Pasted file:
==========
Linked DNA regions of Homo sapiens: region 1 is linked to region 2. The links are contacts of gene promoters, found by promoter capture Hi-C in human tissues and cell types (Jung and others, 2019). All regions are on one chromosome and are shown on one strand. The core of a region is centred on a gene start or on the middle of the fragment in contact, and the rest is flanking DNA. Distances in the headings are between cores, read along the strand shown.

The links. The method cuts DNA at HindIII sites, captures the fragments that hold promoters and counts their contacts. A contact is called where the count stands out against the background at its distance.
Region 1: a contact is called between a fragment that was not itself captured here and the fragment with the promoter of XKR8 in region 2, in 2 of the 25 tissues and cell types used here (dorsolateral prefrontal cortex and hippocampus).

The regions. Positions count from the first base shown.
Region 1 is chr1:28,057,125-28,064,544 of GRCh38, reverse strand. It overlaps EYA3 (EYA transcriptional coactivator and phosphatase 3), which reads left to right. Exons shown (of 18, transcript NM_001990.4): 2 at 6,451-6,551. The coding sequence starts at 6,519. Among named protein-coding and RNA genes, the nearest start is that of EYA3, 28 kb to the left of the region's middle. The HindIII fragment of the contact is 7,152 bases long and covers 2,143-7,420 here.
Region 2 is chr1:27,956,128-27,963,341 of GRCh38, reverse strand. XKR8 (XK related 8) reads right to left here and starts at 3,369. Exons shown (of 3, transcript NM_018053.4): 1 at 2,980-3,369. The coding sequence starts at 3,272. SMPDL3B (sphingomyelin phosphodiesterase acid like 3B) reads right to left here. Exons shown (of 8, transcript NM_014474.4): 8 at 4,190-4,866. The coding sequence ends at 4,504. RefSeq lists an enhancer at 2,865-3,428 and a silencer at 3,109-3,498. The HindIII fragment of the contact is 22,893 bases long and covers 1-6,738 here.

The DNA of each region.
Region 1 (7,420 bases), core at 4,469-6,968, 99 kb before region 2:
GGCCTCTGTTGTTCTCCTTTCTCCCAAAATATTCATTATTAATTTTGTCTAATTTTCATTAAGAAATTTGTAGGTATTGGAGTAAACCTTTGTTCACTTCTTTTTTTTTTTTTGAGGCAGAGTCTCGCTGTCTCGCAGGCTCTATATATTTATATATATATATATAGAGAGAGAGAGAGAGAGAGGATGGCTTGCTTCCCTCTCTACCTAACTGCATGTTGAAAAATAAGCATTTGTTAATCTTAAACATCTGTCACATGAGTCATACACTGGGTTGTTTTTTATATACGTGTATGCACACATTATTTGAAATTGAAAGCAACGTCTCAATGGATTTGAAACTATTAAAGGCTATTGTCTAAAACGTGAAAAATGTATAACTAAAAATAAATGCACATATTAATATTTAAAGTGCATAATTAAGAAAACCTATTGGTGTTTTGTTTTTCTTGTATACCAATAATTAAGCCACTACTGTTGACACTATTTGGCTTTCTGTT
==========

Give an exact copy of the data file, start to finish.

Linked DNA regions of Homo sapiens: region 1 is linked to region 2. The links are contacts of gene promoters, found by promoter capture Hi-C in human tissues and cell types (Jung and others, 2019). All regions are on one chromosome and are shown on one strand. The core of a region is centred on a gene start or on the middle of the fragment in contact, and the rest is flanking DNA. Distances in the headings are between cores, read along the strand shown.

The links. The method cuts DNA at HindIII sites, captures the fragments that hold promoters and counts their contacts. A contact is called where the count stands out against the background at its distance.
Region 1: a contact is called between a fragment that was not itself captured here and the fragment with the promoter of XKR8 in region 2, in 2 of the 25 tissues and cell types used here (dorsolateral prefrontal cortex and hippocampus).

The regions. Positions count from the first base shown.
Region 1 is chr1:28,057,125-28,064,544 of GRCh38, reverse strand. It overlaps EYA3 (EYA transcriptional coactivator and phosphatase 3), which reads left to right. Exons shown (of 18, transcript NM_001990.4): 2 at 6,451-6,551. The coding sequence starts at 6,519. Among named protein-coding and RNA genes, the nearest start is that of EYA3, 28 kb to the left of the region's middle. The HindIII fragment of the contact is 7,152 bases long and covers 2,143-7,420 here.
Region 2 is chr1:27,956,128-27,963,341 of GRCh38, reverse strand. XKR8 (XK related 8) reads right to left here and starts at 3,369. Exons shown (of 3, transcript NM_018053.4): 1 at 2,980-3,369. The coding sequence starts at 3,272. SMPDL3B (sphingomyelin phosphodiesterase acid like 3B) reads right to left here. Exons shown (of 8, transcript NM_014474.4): 8 at 4,190-4,866. The coding sequence ends at 4,504. RefSeq lists an enhancer at 2,865-3,428 and a silencer at 3,109-3,498. The HindIII fragment of the contact is 22,893 bases long and covers 1-6,738 here.

The DNA of each region.
Region 1 (7,420 bases), core at 4,469-6,968, 99 kb before region 2:
GGCCTCTGTTGTTCTCCTTTCTCCCAAAATATTCATTATTAATTTTGTCTAATTTTCATTAAGAAATTTGTAGGTATTGGAGTAAACCTTTGTTCACTTCTTTTTTTTTTTTTGAGGCAGAGTCTCGCTGTCTCGCAGGCTCTATATATTTATATATATATATATAGAGAGAGAGAGAGAGAGAGGATGGCTTGCTTCCCTCTCTACCTAACTGCATGTTGAAAAATAAGCATTTGTTAATCTTAAACATCTGTCACATGAGTCATACACTGGGTTGTTTTTTATATACGTGTATGCACACATTATTTGAAATTGAAAGCAACGTCTCAATGGATTTGAAACTATTAAAGGCTATTGTCTAAAACGTGAAAAATGTATAACTAAAAATAAATGCACATATTAATATTTAAAGTGCATAATTAAGAAAACCTATTGGTGTTTTGTTTTTCTTGTATACCAATAATTAAGCCACTACTGTTGACACTATTTGGCTTTCTGTT